Scrap Stock

Scrap Stock

A long time ago – it must have been atleast 7 or 8 years ago, I read an article on some frugal living website that I had come across. I don’t remember much about the site now, but they did get me started on one little habit that I really love. It was called “Garbage Soup” or something like that – I don’t really recall exactly. I’ve renamed it to “Scrap Stock” but it really is the same thing. Basically what I do is over the course of … however long, I take all those unwanted scraps of food – leftovers, Garlic Peels, onion ends, potato peels, bones, fat trimmings, trimmed ends of herbs – basically anything plant or animal that I won’t ~eat~ but isn’t really bad, and I put them in to a large zip top bag in the fridge. When I’ve accumulated enough to fill up my stock pot, I fill it up, cover it with water and simmer it for four or five hours. That is the easy part. The annoying fun part comes when it’s all done simmering. Bleh. Since I don’t really like a lot of sediment in my broth, I usually try to filter twice.  – which can be a pain, but I think is worthwhile.

This batch made enough for me to put some in to 1 qt mason jars, and put some in zip top bags in the freezer. When I double filter the broth, as listed here, I also end up getting less fat in my broth that I need to separate out – in fact, it’s usually such a small amount that I don’t bother. At some point, I’ll find something more sustainable than paper towels to use for the finer strain, but right now it’s the best method I’ve hit upon. Sometimes when I’m pressed for time (or feeling lazy) I’ll skip that step. The only real drawback to skipping that step is appearance, usually. The sediment doesn’t really carry any off flavors or anything – it simply makes the broth kind of cloudy.

Ingredients:

  • Enough Scraps to fill Stockpot
  • Enough water to cover said scraps
  • Kosher Salt
  • White Wine

Equipment:

  • Stock Pot
  • Large Ladle or Spoon
  • Sturdy Spoon
  • Fine Mesh Sieve
  • bowl that sieve will fit in to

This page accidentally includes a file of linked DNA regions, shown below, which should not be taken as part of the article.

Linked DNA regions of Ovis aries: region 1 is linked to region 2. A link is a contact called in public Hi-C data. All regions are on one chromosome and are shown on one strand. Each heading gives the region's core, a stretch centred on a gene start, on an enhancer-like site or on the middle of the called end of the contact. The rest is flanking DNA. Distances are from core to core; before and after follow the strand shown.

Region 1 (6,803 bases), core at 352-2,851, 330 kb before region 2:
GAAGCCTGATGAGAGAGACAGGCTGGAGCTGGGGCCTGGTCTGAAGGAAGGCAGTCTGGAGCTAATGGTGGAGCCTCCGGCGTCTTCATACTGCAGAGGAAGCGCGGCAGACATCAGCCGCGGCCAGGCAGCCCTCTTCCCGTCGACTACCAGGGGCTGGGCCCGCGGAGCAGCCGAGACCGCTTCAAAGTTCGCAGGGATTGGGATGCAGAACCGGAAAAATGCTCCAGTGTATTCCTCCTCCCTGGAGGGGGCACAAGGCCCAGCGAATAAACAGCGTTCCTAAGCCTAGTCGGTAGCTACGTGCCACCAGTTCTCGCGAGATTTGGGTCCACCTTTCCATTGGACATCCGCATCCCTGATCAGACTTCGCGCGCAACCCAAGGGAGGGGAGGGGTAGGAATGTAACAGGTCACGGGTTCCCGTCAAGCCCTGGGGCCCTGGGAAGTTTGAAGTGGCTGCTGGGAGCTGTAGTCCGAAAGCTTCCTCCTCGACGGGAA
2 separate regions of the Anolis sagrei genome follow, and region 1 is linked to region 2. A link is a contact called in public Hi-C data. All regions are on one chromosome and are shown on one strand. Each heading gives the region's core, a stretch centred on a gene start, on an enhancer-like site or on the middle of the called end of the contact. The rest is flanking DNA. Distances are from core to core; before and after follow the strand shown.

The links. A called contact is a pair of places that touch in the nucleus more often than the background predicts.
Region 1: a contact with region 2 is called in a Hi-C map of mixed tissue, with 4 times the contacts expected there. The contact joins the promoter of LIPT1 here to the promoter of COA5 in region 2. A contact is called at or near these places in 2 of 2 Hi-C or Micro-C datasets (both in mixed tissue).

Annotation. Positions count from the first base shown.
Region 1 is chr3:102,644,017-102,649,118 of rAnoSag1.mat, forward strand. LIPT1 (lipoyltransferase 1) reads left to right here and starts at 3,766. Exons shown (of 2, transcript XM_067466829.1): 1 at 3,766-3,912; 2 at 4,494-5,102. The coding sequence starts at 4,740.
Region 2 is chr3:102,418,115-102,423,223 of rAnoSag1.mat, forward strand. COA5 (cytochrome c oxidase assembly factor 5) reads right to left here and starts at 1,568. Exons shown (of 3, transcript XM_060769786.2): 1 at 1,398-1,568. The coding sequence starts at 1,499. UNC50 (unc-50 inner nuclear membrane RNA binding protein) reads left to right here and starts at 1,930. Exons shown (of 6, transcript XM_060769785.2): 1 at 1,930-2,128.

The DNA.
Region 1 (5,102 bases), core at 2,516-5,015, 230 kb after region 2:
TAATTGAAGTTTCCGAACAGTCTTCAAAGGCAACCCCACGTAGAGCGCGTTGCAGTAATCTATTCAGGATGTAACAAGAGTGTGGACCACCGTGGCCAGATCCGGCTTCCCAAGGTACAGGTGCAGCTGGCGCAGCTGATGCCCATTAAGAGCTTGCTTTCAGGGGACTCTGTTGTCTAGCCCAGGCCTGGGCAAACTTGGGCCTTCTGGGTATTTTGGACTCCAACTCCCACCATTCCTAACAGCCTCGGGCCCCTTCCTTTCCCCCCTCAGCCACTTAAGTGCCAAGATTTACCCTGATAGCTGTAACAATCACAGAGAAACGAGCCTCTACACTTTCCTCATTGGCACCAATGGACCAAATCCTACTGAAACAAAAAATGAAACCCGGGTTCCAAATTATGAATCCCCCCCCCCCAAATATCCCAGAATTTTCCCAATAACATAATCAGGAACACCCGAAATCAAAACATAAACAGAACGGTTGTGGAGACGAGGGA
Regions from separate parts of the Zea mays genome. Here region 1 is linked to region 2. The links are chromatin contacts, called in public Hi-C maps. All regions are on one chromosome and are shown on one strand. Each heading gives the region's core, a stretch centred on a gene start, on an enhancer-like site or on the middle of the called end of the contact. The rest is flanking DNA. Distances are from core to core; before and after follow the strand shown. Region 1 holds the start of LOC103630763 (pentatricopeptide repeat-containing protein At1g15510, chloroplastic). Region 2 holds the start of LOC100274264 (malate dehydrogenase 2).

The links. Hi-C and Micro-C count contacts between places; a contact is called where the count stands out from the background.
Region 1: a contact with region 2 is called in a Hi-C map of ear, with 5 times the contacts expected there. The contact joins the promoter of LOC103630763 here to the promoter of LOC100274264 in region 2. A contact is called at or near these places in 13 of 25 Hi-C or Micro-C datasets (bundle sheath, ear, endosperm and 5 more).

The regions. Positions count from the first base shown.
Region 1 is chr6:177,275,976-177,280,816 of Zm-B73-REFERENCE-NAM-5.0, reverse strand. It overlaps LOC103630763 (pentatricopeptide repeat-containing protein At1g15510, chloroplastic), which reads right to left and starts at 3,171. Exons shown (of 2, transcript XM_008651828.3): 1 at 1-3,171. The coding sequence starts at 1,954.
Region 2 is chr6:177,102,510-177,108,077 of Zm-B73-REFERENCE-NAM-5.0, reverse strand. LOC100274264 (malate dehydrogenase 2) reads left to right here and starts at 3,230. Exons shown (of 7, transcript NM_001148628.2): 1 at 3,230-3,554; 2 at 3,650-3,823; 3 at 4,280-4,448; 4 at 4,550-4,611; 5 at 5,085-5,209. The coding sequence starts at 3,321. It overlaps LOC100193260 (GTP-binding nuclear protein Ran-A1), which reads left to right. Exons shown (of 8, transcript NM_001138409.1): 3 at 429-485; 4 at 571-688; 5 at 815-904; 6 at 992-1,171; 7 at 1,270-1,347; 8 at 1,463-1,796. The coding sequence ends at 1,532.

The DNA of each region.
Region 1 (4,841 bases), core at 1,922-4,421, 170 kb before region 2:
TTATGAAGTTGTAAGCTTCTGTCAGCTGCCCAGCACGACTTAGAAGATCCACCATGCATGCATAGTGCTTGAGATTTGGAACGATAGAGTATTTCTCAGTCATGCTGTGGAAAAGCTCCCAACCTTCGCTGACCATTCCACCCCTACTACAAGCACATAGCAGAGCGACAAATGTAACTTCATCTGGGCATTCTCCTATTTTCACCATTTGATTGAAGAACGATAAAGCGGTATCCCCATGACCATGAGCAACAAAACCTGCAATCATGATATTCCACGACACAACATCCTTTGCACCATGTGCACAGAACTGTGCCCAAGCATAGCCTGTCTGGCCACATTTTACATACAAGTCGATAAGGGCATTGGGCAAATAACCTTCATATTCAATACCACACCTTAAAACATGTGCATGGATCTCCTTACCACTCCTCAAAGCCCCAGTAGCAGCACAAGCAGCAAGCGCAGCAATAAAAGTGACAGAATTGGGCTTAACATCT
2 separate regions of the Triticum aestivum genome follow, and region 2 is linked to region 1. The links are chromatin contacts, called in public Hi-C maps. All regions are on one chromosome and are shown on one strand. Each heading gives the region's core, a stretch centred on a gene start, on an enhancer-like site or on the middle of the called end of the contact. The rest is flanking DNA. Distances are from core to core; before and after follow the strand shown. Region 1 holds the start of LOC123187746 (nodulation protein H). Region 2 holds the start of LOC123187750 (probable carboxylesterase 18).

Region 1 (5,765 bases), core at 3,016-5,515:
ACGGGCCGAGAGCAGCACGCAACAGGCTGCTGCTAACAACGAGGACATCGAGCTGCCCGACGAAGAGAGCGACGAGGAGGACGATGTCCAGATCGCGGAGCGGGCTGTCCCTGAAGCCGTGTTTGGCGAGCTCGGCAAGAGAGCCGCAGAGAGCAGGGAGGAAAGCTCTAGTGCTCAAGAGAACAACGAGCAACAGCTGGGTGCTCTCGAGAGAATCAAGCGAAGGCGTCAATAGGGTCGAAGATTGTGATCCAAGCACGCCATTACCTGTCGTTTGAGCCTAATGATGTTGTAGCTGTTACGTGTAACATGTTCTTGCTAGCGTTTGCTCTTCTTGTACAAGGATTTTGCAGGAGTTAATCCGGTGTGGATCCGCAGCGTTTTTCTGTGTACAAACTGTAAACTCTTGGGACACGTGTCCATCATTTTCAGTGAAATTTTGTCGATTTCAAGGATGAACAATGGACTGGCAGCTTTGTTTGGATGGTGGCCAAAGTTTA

• colander or strainer
  • bowl that colander will fit in to
  • Paper Towels
  • Storage Vessel(s) of some kind (jars, tupperware, etc…)

Method:

  • Put Scraps in to Stock Pot and cover with water
  • Bring Scraps to a boil
  • Reduce heat and add a splash or three of White Wine and a couple pinches of Kosher Salt
  • Simmer for four hours
  • Take Fine Mesh Sieve and place inside of bowl
  • Working in batches, first Use the ladle to transfer the “chunkies” from the stock pot to the Sieve
  • Press the chunkies with your sturdy spoon to squeeze some of the excess liquid out of themStrain Once
  • Take Colander and place inside of a bowl
  • Line Colander with a paper towel
  • Pour the broth from the sieve bowl in to the paper towel lined colanderStrain Twice
  • Allow to drain
  • Squeeze and Discard Paper towel when sediment build up impedes broth flow
  • Repeat until entire contents of stock pot have been drained
  • Transfer Broth to storage vessel and refrigerate or freeze until ready to use.

Jarred Stock/Broth

13 Responses to “Scrap Stock”

  1. [...] quarts Scrap Stock or [...]

  2. [...] creamy, and satisfying without the addition of dairy. If you substitute Vegetable Broth for the Scrap Stock, you’d have a completely vegan/vegetarian soup on your [...]

  3. [...] cups Scrap Stock or other [...]

  4. [...] quart + 1 Cup Scrap Stock or other [...]

  5. [...] 2 cups St0ck [...]

  6. [...] 2 qts Stock [...]

  7. [...] 1 Quart Stock [...]

  8. Stick your stock in the fridge for a few hours before you strain it. The fat will solidify and will be easy to pop right off..

  9. [...] lot of times, (when I had space in the freezer for it!) I would hang on to scraps and ends and make Scrap Stock, but since the weather has warmed up, we’ve been eating soup and stews less, so I’ve [...]

  10. [...] roasted the peppers and squash in the morning, had the beans cooking on a back burner, and made Scrap Stock for some of the stock in the chili. (Now that it’s getting cooler again I figured I should [...]

  11. [...] quart of Scrap Stock (or other [...]

  12. [...] 4 cups Broth or Stock (I used Scrap Stock) [...]

  13. [...] quart Stock (I used Scrap Stock, but you can use whatever – even water, since the beans will create their own pot liquor, [...]

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